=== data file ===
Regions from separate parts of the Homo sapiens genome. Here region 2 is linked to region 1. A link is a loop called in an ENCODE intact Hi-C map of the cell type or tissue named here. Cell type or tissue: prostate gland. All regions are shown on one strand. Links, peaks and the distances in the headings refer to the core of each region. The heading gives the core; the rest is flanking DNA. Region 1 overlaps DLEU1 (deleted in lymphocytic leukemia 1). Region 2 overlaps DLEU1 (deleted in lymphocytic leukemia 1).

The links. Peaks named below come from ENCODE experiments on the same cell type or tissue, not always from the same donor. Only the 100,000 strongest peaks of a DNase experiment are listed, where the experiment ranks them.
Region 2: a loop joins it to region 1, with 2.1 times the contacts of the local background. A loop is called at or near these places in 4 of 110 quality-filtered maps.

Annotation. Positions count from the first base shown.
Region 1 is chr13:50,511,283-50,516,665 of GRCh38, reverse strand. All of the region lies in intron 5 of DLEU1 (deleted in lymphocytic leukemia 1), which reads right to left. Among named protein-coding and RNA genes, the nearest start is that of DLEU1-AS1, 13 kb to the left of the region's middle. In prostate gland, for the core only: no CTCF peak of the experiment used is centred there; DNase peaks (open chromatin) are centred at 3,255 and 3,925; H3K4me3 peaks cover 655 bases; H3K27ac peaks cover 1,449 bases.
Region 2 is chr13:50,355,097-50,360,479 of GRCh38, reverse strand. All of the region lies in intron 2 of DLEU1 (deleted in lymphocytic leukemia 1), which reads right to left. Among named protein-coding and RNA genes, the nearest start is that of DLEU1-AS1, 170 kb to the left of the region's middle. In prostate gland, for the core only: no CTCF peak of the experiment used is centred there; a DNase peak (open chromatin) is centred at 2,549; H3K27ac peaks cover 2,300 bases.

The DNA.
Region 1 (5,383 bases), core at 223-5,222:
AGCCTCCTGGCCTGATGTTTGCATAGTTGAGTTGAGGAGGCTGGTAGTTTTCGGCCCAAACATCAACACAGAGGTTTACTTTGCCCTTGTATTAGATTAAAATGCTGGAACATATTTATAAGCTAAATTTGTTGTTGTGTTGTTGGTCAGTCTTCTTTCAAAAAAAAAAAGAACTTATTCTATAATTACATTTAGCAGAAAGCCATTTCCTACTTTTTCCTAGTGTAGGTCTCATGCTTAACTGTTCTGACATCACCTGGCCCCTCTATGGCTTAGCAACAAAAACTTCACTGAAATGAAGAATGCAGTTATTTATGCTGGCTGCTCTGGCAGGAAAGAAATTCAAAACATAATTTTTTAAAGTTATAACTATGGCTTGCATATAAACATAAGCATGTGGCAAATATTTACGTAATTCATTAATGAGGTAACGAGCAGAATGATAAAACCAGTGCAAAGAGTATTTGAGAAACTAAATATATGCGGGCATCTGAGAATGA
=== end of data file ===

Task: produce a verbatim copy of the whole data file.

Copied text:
Regions from separate parts of the Homo sapiens genome. Here region 2 is linked to region 1. A link is a loop called in an ENCODE intact Hi-C map of the cell type or tissue named here. Cell type or tissue: prostate gland. All regions are shown on one strand. Links, peaks and the distances in the headings refer to the core of each region. The heading gives the core; the rest is flanking DNA. Region 1 overlaps DLEU1 (deleted in lymphocytic leukemia 1). Region 2 overlaps DLEU1 (deleted in lymphocytic leukemia 1).

The links. Peaks named below come from ENCODE experiments on the same cell type or tissue, not always from the same donor. Only the 100,000 strongest peaks of a DNase experiment are listed, where the experiment ranks them.
Region 2: a loop joins it to region 1, with 2.1 times the contacts of the local background. A loop is called at or near these places in 4 of 110 quality-filtered maps.

Annotation. Positions count from the first base shown.
Region 1 is chr13:50,511,283-50,516,665 of GRCh38, reverse strand. All of the region lies in intron 5 of DLEU1 (deleted in lymphocytic leukemia 1), which reads right to left. Among named protein-coding and RNA genes, the nearest start is that of DLEU1-AS1, 13 kb to the left of the region's middle. In prostate gland, for the core only: no CTCF peak of the experiment used is centred there; DNase peaks (open chromatin) are centred at 3,255 and 3,925; H3K4me3 peaks cover 655 bases; H3K27ac peaks cover 1,449 bases.
Region 2 is chr13:50,355,097-50,360,479 of GRCh38, reverse strand. All of the region lies in intron 2 of DLEU1 (deleted in lymphocytic leukemia 1), which reads right to left. Among named protein-coding and RNA genes, the nearest start is that of DLEU1-AS1, 170 kb to the left of the region's middle. In prostate gland, for the core only: no CTCF peak of the experiment used is centred there; a DNase peak (open chromatin) is centred at 2,549; H3K27ac peaks cover 2,300 bases.

The DNA.
Region 1 (5,383 bases), core at 223-5,222:
AGCCTCCTGGCCTGATGTTTGCATAGTTGAGTTGAGGAGGCTGGTAGTTTTCGGCCCAAACATCAACACAGAGGTTTACTTTGCCCTTGTATTAGATTAAAATGCTGGAACATATTTATAAGCTAAATTTGTTGTTGTGTTGTTGGTCAGTCTTCTTTCAAAAAAAAAAAGAACTTATTCTATAATTACATTTAGCAGAAAGCCATTTCCTACTTTTTCCTAGTGTAGGTCTCATGCTTAACTGTTCTGACATCACCTGGCCCCTCTATGGCTTAGCAACAAAAACTTCACTGAAATGAAGAATGCAGTTATTTATGCTGGCTGCTCTGGCAGGAAAGAAATTCAAAACATAATTTTTTAAAGTTATAACTATGGCTTGCATATAAACATAAGCATGTGGCAAATATTTACGTAATTCATTAATGAGGTAACGAGCAGAATGATAAAACCAGTGCAAAGAGTATTTGAGAAACTAAATATATGCGGGCATCTGAGAATGA